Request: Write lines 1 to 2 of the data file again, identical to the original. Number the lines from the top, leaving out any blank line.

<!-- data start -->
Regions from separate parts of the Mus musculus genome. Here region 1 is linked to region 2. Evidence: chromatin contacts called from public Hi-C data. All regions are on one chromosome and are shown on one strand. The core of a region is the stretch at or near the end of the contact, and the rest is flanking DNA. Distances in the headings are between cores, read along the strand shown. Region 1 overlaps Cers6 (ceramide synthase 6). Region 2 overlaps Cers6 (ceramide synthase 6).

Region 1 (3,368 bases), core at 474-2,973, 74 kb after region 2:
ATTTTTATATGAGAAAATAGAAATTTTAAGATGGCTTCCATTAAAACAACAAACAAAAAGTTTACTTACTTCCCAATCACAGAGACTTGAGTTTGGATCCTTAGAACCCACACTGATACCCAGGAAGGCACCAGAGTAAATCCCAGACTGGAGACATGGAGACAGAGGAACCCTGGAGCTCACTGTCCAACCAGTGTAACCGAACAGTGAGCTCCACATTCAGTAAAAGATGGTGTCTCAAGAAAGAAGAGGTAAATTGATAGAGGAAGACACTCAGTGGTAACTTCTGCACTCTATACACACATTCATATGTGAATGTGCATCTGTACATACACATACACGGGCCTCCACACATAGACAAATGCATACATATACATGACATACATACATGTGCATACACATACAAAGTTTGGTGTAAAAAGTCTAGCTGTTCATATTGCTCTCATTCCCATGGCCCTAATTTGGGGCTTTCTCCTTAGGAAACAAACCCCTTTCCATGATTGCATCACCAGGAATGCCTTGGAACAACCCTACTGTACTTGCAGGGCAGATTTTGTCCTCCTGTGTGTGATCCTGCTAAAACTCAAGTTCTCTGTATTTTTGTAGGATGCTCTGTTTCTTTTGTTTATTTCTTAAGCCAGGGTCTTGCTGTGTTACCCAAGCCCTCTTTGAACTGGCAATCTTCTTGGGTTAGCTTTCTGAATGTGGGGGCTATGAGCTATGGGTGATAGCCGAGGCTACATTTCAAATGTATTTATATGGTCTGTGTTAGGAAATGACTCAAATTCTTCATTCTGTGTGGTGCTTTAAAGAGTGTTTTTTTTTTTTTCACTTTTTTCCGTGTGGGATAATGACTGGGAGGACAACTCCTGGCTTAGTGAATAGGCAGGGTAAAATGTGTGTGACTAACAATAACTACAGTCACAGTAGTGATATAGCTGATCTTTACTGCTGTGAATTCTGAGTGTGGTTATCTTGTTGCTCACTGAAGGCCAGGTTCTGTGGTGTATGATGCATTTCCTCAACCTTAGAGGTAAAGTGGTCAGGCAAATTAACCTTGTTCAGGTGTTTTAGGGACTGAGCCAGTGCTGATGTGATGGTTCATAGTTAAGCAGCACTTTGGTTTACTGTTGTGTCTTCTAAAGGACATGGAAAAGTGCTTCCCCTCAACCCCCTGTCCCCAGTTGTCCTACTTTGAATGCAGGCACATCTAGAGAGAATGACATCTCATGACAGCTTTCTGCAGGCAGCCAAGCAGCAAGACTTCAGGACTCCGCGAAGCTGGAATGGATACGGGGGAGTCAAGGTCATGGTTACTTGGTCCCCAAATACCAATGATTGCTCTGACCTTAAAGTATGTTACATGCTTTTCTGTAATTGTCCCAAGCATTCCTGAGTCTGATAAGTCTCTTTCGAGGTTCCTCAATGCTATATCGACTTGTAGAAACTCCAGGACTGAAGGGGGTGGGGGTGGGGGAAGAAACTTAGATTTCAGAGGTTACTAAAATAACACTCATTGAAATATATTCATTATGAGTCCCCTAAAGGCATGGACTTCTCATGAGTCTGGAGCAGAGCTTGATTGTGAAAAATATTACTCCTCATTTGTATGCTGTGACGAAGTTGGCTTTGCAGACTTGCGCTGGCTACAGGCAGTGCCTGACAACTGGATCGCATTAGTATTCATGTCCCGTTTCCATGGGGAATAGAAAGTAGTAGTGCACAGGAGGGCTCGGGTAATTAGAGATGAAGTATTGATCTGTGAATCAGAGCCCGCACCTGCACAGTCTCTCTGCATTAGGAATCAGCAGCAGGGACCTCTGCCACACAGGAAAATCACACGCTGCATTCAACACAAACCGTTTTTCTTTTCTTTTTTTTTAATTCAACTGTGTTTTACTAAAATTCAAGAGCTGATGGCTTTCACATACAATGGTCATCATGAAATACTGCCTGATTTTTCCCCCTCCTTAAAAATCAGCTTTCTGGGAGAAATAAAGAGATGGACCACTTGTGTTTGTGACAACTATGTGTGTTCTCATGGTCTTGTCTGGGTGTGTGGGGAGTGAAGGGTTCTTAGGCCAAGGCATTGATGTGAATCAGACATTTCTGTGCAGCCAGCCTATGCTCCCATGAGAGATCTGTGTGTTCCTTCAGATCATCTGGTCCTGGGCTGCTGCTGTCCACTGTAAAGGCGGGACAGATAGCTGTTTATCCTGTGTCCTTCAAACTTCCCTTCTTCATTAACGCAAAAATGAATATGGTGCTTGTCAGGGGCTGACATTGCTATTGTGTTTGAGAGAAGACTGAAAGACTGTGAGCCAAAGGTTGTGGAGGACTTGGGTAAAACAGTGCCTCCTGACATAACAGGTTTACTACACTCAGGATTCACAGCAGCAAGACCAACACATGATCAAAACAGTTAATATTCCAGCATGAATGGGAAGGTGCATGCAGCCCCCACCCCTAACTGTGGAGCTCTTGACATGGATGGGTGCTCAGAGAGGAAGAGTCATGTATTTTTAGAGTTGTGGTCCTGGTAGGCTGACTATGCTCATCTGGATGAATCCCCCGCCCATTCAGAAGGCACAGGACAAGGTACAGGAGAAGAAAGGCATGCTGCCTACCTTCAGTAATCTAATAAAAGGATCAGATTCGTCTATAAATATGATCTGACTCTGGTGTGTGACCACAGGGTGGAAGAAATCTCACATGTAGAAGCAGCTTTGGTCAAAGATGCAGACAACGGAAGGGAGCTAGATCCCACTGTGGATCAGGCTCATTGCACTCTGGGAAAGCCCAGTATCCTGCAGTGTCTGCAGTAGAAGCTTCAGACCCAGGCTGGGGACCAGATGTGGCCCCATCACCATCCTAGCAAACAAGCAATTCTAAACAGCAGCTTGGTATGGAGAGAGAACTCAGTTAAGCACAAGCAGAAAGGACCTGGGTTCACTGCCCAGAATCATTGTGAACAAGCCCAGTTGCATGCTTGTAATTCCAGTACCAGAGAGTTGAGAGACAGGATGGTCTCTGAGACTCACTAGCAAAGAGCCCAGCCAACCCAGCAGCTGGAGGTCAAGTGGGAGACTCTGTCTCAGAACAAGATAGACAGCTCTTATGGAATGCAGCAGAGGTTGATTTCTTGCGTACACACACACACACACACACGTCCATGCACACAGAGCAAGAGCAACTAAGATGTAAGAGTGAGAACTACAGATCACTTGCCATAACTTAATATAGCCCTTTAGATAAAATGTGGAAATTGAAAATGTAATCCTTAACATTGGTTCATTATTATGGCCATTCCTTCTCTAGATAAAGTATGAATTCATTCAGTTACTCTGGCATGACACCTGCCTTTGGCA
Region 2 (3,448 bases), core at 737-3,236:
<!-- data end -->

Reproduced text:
Regions from separate parts of the Mus musculus genome. Here region 1 is linked to region 2. Evidence: chromatin contacts called from public Hi-C data. All regions are on one chromosome and are shown on one strand. The core of a region is the stretch at or near the end of the contact, and the rest is flanking DNA. Distances in the headings are between cores, read along the strand shown. Region 1 overlaps Cers6 (ceramide synthase 6). Region 2 overlaps Cers6 (ceramide synthase 6).

Region 1 (3,368 bases), core at 474-2,973, 74 kb after region 2: